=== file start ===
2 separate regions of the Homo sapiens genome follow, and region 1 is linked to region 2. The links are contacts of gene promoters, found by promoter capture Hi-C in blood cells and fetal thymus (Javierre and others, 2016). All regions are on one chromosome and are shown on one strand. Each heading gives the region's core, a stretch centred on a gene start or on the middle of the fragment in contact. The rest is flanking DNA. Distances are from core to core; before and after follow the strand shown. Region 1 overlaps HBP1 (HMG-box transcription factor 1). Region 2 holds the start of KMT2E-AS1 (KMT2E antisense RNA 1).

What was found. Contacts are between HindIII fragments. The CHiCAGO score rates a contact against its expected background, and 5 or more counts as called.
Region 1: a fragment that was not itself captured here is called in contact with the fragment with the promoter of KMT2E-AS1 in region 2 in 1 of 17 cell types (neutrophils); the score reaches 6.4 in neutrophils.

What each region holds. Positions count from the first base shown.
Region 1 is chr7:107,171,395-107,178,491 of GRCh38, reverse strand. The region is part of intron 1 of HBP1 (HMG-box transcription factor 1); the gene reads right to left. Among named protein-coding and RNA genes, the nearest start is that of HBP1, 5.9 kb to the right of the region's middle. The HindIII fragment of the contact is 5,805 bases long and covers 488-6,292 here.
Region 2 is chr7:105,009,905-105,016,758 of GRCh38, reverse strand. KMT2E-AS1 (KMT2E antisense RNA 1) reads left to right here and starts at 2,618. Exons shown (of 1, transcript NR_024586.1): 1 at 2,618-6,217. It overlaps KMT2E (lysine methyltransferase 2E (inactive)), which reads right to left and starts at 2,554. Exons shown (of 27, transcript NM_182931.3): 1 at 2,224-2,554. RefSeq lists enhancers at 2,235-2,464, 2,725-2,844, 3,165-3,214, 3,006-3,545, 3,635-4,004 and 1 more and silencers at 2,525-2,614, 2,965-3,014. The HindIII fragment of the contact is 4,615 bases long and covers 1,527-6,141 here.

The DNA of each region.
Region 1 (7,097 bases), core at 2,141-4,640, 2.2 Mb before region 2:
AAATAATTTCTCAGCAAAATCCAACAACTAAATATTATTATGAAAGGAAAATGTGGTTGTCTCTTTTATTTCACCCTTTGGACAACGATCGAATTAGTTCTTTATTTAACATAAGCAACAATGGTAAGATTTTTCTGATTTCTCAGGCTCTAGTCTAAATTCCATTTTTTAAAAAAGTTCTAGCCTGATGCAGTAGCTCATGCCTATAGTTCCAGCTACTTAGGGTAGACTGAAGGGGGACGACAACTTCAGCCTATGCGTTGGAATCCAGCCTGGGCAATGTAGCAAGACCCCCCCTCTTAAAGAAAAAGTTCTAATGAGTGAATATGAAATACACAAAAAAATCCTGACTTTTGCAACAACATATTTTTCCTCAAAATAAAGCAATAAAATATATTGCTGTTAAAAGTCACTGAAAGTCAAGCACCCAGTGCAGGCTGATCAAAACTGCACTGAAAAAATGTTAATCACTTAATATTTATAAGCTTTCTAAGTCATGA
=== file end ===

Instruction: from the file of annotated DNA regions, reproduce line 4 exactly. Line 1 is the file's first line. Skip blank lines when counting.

What each region holds. Positions count from the first base shown.